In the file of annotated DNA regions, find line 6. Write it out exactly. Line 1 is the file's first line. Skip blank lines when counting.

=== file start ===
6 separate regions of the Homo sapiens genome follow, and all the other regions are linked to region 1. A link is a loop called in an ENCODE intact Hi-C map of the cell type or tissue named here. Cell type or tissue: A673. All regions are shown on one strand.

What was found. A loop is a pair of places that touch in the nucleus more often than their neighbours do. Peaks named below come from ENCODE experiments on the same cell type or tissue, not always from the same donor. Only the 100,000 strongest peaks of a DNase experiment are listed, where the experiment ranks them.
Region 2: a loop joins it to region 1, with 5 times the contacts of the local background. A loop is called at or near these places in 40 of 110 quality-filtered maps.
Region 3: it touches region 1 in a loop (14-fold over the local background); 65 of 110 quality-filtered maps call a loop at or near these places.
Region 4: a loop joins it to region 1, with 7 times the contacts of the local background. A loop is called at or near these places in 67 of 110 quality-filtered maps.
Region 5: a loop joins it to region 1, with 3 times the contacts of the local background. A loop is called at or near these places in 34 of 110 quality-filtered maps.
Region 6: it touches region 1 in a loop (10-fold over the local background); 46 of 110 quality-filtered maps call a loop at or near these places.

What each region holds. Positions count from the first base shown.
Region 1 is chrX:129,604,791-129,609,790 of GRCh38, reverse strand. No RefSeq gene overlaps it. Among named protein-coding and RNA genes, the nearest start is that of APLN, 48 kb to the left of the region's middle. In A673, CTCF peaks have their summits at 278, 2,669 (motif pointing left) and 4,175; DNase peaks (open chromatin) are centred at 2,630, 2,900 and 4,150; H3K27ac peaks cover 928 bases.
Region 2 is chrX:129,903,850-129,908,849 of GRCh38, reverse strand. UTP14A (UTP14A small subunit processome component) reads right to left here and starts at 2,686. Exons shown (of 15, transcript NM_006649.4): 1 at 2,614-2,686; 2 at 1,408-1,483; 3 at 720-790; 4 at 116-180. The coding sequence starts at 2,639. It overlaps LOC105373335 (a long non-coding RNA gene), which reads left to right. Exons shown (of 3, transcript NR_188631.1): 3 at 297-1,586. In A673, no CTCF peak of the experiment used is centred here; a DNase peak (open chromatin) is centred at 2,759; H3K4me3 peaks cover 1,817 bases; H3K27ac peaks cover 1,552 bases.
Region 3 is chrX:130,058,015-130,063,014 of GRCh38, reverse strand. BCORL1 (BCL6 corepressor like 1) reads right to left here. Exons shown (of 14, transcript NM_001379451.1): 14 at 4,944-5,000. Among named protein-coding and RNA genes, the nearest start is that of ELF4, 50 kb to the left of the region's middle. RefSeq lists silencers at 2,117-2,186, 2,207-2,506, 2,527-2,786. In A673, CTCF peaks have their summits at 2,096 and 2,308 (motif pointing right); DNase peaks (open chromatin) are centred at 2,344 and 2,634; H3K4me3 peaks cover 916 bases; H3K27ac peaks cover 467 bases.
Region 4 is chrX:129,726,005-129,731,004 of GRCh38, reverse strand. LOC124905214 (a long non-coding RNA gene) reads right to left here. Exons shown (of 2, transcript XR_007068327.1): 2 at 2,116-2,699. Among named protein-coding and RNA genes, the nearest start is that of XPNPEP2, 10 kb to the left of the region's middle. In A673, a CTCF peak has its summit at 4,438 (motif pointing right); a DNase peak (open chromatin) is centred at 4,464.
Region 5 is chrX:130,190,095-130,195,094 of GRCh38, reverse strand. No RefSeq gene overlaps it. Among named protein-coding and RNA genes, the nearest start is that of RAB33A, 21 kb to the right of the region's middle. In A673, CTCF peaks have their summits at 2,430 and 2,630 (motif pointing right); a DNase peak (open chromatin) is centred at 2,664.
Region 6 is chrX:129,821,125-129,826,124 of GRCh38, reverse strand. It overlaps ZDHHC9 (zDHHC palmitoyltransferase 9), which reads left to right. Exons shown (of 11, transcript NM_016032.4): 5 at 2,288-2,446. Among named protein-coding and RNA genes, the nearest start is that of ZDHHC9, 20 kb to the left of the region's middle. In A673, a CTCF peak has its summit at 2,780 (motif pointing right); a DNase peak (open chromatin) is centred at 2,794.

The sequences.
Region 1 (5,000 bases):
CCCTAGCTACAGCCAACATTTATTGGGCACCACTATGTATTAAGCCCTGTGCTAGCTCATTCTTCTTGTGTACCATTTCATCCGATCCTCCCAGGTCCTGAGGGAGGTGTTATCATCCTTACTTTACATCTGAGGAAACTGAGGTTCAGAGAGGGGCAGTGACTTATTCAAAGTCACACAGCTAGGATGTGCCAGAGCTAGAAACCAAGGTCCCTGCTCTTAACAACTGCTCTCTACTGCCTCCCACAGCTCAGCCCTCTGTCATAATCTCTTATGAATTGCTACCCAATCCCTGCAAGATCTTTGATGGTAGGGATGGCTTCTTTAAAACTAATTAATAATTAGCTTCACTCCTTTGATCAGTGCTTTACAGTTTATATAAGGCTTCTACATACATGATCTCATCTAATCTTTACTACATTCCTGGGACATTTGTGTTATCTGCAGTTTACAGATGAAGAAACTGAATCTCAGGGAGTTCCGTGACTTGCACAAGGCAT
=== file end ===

Region 5: a loop joins it to region 1, with 3 times the contacts of the local background. A loop is called at or near these places in 34 of 110 quality-filtered maps.